What does this mean for the development of language and movement?
• Our brains are already highly differentiated at birth with certain regions biased from the beginning toward modes of information processing that are particularly useful for language.
• Secondly, we know that the modes of categorization and the data-processing machinery of the brain are factors that determine a particular type of form for language. Even while verbal and nonverbal languages differ radically in their inputs and outputs, they involve very similar linguistic operations and have common neural organization. Thus, the outer form of languages may vary with relatively great freedom, whereas the underlying type remains constant (Lenneberg, 1967).
• If, as my teacher Howard Gardner suggests, our sensory and perceptual systems have resulted over time in multiple cognitive abilities, then the factors that determine a particular form for language may include musical, spatial, and bodily-kinesthetic representations, with the possibility of different musical and dance languages.
As my philosophical godfather, Nelson Goodman, would say, in this light the question therefore must shift from IS dance a language to WHEN is dance a language? How does dance move from a collection of movements to a combination of meaningful signals to a symbol system to a full-fledged language?
These are hard questions that I have just begun to ask. I believe the answer lies in an analogy to the development of human cognition and communication and the comparative literature concerning the signaling behavior of vervet monkeys. But a comprehensive answer is a ways off.
Suffice it to say that a choreographer's symbol system of movement, her dance, is a language when it meets the meets the linguistic requirements of a language -- the kinds of requirements that we found in sign language -- and it can be attributed in some concrete detail to structures and mechanisms in the brain.
Now, I am not suggesting that all you choreographers out there should leave this talk hoping to create new dance dialects, or that the researchers in the crowd should immediately begin comparative analyses of choreographer's works or signing up your colleagues for neural imaging. But I am arguing that these are not theoretically impossible tasks. Indeed, they would make great dissertations.
For the sake of argument, let's take seriously the possibility of a language or languages of dance. What is the role of notation, and what is the value of learning a notational system? In short, what are we doing here?
On one hand, notational languages are defined by a SCORE: the function of a score is to specify the essential properties a performance must have to belong to the work, but it need not capture all the subtlety and complexity of a performance.
On the other hand, non-notational languages are defined by a SCRIPT: unlike scores, scripts can operate in dual roles as both a representation of the work and a presentation of the work itself. That is, some scripts are intended to be performed orally and some are intended to be simply read. Or to put it another way, the script I use now to deliver this address operates as a representation of what I've thought to say to you all as a kind of group performance piece; when a script is intended as a representation it works just like a score and need not capture all the subtlety and complexity of a performance. However, if my intention were to publish this talk as a work of nonfiction, the intention and the work itself would change from oral performance (listening) to written text (reading), with the potential for very different experiences.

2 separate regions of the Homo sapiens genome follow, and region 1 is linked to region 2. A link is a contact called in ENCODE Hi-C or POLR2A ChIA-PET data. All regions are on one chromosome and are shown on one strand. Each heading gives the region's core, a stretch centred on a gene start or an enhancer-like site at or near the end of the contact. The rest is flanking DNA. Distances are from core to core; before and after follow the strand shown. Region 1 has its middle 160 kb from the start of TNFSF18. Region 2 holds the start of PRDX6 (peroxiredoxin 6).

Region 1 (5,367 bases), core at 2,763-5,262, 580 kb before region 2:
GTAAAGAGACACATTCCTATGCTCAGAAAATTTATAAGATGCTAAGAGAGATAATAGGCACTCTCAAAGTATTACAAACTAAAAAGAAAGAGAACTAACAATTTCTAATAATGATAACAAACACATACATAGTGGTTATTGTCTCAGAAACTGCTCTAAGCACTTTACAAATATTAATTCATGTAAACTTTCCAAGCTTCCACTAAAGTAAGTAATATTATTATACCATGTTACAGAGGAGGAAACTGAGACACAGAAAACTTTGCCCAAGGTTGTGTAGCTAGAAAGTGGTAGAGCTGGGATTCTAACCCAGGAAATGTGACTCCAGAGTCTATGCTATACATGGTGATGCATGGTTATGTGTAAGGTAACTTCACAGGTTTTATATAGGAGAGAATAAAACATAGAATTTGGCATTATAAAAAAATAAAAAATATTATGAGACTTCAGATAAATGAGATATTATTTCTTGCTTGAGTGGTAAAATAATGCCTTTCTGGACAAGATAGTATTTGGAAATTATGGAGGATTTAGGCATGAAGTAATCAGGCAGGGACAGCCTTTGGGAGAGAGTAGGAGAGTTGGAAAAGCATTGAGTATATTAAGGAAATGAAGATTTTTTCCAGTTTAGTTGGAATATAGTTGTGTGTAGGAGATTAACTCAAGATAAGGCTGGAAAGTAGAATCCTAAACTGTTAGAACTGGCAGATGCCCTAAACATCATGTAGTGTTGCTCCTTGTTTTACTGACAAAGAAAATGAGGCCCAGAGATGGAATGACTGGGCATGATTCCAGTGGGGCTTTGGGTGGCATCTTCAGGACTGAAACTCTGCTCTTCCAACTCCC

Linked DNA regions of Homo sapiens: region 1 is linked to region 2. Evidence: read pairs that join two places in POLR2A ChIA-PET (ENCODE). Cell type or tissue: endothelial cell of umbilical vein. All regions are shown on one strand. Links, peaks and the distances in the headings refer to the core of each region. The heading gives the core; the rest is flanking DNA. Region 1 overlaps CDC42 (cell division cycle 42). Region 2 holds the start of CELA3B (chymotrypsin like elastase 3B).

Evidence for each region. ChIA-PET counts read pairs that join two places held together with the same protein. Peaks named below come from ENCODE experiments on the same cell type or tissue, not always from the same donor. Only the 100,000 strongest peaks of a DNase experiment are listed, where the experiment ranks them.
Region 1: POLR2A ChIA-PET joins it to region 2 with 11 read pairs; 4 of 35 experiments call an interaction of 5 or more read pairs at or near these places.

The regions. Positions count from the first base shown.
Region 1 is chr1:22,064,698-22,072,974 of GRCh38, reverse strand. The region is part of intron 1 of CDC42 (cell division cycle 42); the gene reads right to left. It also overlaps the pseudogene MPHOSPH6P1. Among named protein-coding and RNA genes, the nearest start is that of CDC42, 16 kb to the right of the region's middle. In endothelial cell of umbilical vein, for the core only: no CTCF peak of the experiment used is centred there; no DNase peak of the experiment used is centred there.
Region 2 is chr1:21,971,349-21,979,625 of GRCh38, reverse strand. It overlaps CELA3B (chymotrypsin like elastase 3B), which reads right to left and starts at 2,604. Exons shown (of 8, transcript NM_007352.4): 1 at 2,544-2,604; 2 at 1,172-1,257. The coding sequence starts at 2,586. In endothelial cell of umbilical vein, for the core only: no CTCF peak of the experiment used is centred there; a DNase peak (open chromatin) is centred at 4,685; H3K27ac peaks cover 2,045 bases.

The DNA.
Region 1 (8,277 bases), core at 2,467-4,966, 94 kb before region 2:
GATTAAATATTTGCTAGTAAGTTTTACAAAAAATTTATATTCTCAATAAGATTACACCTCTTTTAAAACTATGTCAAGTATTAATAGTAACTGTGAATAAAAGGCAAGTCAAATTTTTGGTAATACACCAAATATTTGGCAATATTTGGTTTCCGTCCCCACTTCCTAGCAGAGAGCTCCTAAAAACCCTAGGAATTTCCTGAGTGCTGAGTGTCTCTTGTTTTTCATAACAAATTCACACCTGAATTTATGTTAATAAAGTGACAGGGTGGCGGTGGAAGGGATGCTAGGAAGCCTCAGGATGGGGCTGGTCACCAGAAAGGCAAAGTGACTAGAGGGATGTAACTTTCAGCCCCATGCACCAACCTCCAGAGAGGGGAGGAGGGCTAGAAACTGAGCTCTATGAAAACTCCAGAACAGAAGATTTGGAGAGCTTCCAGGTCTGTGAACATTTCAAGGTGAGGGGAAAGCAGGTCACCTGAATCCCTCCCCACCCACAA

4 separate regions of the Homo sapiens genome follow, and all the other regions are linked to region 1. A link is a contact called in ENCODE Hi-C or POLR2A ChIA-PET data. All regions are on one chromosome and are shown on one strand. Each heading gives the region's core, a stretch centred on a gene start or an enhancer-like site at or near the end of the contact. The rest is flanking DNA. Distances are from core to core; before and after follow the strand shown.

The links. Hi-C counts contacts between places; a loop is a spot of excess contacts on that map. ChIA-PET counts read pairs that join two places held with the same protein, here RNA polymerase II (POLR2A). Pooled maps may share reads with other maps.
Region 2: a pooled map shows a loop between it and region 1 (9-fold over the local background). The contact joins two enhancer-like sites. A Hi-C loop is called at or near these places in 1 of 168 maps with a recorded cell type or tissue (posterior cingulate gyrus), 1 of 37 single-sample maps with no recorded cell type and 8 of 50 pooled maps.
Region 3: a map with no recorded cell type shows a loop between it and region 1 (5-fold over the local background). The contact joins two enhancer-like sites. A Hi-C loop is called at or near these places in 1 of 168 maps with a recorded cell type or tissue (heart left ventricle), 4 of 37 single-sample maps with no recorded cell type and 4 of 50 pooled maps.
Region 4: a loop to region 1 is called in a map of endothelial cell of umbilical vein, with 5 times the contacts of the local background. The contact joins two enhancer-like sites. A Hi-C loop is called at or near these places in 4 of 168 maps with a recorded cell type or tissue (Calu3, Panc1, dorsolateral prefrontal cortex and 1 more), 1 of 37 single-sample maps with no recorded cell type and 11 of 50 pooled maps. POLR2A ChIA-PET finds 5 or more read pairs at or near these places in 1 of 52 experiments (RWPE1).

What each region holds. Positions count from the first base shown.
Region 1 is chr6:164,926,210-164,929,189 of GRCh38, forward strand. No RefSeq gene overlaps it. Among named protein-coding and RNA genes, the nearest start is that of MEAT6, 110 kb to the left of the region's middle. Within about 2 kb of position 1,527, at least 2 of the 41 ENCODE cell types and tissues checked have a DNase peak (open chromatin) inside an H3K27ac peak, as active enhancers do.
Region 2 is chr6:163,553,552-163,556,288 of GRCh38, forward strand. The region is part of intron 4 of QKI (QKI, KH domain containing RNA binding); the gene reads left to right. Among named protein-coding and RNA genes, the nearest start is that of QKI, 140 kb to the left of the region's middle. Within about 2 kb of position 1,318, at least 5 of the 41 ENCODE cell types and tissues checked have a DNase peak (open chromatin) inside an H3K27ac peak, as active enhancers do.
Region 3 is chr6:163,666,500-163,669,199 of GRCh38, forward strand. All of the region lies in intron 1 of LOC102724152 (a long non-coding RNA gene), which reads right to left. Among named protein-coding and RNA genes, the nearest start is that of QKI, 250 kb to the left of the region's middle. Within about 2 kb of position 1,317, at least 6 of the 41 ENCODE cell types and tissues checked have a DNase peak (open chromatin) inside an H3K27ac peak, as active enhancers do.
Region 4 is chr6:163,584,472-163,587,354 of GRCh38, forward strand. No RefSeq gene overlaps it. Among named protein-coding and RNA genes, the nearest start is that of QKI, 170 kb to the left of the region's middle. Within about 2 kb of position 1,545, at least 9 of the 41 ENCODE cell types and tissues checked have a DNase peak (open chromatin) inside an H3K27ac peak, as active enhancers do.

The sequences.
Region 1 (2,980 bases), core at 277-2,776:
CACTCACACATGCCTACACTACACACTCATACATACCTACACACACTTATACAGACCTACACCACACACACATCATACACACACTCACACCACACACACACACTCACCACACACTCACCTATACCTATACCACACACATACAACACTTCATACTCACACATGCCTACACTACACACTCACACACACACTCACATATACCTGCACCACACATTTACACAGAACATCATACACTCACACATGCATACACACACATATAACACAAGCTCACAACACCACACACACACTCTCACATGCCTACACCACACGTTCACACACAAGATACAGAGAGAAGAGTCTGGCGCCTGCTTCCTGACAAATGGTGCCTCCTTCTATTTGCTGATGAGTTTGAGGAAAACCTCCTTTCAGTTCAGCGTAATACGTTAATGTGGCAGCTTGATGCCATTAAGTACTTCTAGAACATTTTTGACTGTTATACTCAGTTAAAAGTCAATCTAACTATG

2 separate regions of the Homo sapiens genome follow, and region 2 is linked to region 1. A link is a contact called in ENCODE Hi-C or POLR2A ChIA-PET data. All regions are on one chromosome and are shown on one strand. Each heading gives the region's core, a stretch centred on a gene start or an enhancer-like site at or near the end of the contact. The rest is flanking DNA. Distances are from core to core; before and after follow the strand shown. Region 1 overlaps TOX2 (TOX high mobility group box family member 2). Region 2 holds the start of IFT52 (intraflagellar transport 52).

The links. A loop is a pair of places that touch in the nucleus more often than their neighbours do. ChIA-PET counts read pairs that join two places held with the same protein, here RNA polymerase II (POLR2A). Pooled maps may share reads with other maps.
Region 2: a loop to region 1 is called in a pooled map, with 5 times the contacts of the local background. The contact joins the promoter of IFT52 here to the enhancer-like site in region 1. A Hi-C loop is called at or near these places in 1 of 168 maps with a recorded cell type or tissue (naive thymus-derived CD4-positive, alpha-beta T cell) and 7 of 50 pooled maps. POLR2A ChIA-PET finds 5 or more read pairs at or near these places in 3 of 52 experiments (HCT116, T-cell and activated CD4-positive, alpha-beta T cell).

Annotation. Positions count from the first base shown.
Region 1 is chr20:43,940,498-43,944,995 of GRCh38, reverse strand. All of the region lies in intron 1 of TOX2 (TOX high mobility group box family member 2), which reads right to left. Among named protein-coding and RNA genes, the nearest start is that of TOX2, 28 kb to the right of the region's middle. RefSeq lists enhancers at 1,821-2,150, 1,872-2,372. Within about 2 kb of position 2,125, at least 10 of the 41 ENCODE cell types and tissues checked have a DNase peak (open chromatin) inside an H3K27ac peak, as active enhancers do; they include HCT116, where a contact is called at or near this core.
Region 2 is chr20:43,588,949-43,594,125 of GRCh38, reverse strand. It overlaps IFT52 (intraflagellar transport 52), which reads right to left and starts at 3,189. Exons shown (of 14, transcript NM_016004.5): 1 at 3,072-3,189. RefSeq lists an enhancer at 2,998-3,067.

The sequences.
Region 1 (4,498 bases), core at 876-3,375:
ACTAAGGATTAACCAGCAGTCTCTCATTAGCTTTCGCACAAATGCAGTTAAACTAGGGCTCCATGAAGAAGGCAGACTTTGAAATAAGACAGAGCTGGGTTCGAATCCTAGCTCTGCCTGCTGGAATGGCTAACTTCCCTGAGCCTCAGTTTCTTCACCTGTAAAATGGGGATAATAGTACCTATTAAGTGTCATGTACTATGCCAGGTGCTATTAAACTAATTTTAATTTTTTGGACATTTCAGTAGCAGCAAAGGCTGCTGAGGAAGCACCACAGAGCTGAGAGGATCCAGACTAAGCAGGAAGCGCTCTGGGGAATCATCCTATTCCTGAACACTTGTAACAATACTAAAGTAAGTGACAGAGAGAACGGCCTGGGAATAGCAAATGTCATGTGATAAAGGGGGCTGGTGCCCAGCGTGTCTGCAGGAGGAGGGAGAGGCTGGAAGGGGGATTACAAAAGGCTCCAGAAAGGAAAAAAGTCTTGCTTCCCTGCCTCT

The key here is that both scores and scripts are external re-presentations our internal mental schemas of the world, be they physical, aural, or visual. The difference is that a notational system, like Labanotation, does not have a dual role and is therefore not -- in a strict sense -- a written language.
Still, as Goodman argues in his book "Languages of Art," Laban-based systems of notation do accurately represent dance and therefore operate as a notational language when used correctly; and therefore they hold all the potential for producing the well-documented qualitative shifts in thinking that result from using a visual device to organize a domain of knowledge, from acquiring a literacy of movement.
How I do I explain this woeful state of affairs? In the last section of this talk, I endeavor to demonstrate to you through my own experience and research why it is imperative that we as dancers and educators give children the tools, the conceptual tools, to participate fully in the deep, complex, and rich experience of perceiving and producing languages of dance.
As a young boy in dance class, I felt this truth in my body. When I was dancing, the outside world fell away and, when I left the studio I felt refreshed, cleansed. The experience of dance was a mystery and a blessing to me.
As a professional dancer, I believed this blessing extended beyond me. I believed that by creating art, we as dancers elevate the spirit of the larger community.
As a teacher of dance, I preached these feelings, the belief that art washes from the soul the dust of everyday life. I exhorted and motivated my students to experience dance in that way. I was an eternally optimistic teacher.